A new national ranking has put four of the state’s six public universities in the top 100 in the country for offering the best quality for the price. And the University of Washington was ranked 13th among all national universities for the degree to which it promotes social mobility, research and service.
In Washington Monthly’s eighth annual college guide,
community colleges in Washington state also did well when compared to their peers, with five appearing in the nation’s top 50.
The national nonprofit magazine, based in Washington, D.C., has been advancing a new way of looking at college quality for eight years. In its guide, which consists of a number of different ways of ranking schools, it awards the highest marks to schools that “contribute to society, enroll low-income students, help them graduate, and don’t charge an arm and a leg to attend,” the magazine’s editors wrote in a statement.
In the September/October issue, the magazine also called out schools that offer the most for the money, and editor-in-chief Paul Glastris said he believes the “bang for the buck” criteria are very similar to the rating system promoted by President Obama last week in his call for new ways to put pressure on schools to keep tuition costs down.
- Purple Heart plant bed vandalized days before Memorial Day
- Seattle’s vanishing black community
- Boeing tankers will be delivered to Air Force late — and incomplete
- Bellevue School District seeks to fire football coach Goncharoff over scandal
- A six-pack of observations from Seahawks' OTAs: Justin Britt, Alex Collins, Tharold Simon and more
Most Read Stories
The Obama administration is “talking about measuring colleges by how many lower-income students they recruit, whether they graduate them, what the net costs are to those students and how well they fare when they get out,” Glastris said. ”That’s precisely what our ‘Best Bang for the Buck’ rankings do.”
The best-deal schools were chosen because they have a reasonable tuition rate, serve a large number of low-income students, have a graduation rate above 50 percent and have low student-loan default rates.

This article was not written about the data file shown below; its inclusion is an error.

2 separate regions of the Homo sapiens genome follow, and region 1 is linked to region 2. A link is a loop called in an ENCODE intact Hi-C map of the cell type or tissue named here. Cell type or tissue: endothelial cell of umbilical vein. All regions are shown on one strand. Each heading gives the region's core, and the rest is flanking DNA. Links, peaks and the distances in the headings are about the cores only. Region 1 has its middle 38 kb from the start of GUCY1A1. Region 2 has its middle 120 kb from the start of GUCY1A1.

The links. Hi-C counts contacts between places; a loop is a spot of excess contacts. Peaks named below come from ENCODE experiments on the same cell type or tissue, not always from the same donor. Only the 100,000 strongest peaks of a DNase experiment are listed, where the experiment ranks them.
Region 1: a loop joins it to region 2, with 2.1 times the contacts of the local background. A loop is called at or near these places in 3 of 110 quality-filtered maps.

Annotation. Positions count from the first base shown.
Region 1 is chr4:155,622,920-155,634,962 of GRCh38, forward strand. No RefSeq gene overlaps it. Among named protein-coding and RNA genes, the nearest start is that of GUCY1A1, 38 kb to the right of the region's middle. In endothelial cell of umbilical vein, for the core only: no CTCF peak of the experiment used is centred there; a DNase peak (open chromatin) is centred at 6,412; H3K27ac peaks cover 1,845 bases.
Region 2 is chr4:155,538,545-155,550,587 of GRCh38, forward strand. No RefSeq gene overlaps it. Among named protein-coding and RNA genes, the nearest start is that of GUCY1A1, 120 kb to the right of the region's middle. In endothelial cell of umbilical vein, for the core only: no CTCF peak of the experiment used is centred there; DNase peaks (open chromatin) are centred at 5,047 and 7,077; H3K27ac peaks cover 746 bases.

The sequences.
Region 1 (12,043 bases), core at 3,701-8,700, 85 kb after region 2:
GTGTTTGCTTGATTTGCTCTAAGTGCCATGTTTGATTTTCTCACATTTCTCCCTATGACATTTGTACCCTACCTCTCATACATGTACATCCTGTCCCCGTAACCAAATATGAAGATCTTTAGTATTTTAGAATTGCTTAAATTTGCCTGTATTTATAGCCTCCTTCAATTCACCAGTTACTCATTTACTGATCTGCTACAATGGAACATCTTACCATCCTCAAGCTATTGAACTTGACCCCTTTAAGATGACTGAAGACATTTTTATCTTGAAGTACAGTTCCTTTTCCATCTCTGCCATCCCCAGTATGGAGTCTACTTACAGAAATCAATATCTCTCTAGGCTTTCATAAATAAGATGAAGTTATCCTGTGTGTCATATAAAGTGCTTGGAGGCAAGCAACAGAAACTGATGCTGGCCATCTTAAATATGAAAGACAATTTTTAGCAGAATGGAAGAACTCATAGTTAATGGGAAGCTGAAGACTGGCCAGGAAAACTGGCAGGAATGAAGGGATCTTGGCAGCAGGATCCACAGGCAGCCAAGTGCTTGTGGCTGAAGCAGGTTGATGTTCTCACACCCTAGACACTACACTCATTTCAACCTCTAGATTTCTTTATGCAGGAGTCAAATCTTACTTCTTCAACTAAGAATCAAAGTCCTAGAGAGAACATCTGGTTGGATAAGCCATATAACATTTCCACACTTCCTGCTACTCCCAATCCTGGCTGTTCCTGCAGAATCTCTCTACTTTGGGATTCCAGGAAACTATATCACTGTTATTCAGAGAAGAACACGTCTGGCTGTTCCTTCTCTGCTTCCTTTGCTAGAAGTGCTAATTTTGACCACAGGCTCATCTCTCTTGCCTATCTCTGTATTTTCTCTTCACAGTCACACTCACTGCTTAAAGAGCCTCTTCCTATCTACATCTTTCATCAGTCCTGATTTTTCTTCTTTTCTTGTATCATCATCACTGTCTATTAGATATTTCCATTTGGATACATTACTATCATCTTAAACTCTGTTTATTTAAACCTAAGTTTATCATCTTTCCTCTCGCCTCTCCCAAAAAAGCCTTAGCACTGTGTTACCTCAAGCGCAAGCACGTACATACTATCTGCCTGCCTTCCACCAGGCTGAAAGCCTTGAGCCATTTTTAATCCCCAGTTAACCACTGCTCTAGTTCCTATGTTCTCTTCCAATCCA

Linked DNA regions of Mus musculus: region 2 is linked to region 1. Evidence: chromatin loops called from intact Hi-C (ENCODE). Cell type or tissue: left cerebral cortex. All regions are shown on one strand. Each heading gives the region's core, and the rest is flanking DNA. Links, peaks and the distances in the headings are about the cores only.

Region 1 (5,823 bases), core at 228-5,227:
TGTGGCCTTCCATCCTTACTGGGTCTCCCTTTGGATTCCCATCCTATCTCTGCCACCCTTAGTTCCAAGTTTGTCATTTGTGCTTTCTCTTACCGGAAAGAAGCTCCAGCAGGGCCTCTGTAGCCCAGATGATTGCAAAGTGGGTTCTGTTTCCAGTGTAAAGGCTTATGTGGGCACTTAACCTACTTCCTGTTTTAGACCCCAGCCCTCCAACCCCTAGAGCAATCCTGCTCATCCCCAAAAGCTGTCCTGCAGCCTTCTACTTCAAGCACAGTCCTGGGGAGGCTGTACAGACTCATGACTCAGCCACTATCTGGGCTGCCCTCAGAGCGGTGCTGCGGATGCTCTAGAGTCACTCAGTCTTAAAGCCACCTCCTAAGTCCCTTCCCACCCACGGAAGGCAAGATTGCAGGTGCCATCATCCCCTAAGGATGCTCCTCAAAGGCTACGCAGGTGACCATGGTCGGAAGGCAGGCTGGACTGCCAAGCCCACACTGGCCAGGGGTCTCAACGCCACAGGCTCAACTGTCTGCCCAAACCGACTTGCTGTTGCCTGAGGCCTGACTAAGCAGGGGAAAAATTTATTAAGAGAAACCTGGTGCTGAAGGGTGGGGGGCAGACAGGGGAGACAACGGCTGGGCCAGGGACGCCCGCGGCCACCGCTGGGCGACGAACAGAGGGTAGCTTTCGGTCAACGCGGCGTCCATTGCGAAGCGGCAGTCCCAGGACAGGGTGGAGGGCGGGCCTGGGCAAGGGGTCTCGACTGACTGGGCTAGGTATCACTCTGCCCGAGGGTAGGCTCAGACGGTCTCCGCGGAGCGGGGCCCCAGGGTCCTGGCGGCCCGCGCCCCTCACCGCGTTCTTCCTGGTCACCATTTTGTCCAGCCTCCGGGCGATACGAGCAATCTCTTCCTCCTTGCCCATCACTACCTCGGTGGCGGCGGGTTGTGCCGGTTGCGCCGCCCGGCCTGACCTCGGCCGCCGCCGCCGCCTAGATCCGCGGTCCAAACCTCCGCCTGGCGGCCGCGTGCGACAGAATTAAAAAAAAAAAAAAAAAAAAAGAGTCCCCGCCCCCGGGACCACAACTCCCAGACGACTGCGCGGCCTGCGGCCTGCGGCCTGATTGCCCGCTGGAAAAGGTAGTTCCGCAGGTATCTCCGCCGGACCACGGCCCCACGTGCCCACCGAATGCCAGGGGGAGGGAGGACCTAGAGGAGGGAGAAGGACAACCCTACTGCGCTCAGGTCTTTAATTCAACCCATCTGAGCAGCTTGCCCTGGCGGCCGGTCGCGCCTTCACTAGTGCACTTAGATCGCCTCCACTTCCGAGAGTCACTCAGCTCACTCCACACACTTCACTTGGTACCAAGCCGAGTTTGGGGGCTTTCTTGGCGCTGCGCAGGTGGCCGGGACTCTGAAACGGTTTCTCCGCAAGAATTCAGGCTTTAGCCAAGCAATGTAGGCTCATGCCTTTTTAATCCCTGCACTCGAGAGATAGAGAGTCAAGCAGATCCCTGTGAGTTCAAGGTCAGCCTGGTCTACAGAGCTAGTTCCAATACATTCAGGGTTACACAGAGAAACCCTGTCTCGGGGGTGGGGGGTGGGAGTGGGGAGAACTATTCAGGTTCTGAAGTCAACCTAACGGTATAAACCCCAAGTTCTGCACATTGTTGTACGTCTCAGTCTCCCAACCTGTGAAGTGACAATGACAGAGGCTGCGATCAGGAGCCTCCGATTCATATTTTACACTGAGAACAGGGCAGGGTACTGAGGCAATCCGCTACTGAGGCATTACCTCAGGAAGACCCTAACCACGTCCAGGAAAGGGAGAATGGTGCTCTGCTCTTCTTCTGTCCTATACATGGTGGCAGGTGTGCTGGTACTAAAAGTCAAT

Among the top 100 schools in the nation — a list that includes public and private schools, large and small — the UW ranked 19th, Western Washington University 54th, Central Washington University 70th and Washington State University 91st.
Glastris believes one of the reasons why college tuition has gone up by such eye-popping figures in recent decades is the pursuit of prestige and national rankings. “The incentives are all for spending more money, being more exclusive, and impressing other colleges, rather than focusing on the needs of students,” he said.
He is especially critical of U.S. News & World Report, whose rankings, he says, reward colleges that admit students with high SAT scores, have large endowments, and are considered prestigious by their peers — all things that lead college administrators to spend more money with little regard to how tuition is affected.
There are a couple of different ways to look at the Washington Monthly ratings.
In addition to the “best bang for the buck” ranking, the magazine also rates schools for the degree to which they improve social mobility, produce research and promote social service. Schools are rewarded for having high graduation rates, a large number of students receiving federal Pell Grants, successful research programs, and service to the country, such as joining the Peace Corps or ROTC.
Among national universities, the UW ranked 13th. The UW was eighth on Washington Monthly’s list of national universities last year, but Glastris said he didn’t consider the drop significant.
The UW was helped by the amount of research money it spends, as well as the number of science and engineering Ph.Ds it awards and the number of its faculty members who are members of the national academies.
It also has a large number of alumni who go on to serve in the Peace Corps — a measure Washington Monthly counts as service to the country.
WSU, the only other university in Washington classified as a national university, was ranked 145th.
The magazine ranked community colleges using different data, including student responses to a national survey about the quality of teaching, and federal data on retention and graduation rates.
The five Washington community colleges on the list included four in the Puget Sound area: Cascadia Community College in Bothell, 22nd; Green River Community College in Auburn, 44th; Tacoma Community College, 46th; and Highline Community College, 47th. The Washington community college with the best rating was Grays Harbor College in Aberdeen, which ranked 15th.
The magazine also took a close look at the community-college system in San Francisco, labeling it the worst in the country.
“San Francisco has horrible community colleges, almost uniformly,” Glastris said. “Seattle has some of the best. Which metro area do you think is going to be doing best, long term?”
Katherine Long: 206-464-2219 or firstname.lastname@example.org. On Twitter @katherinelong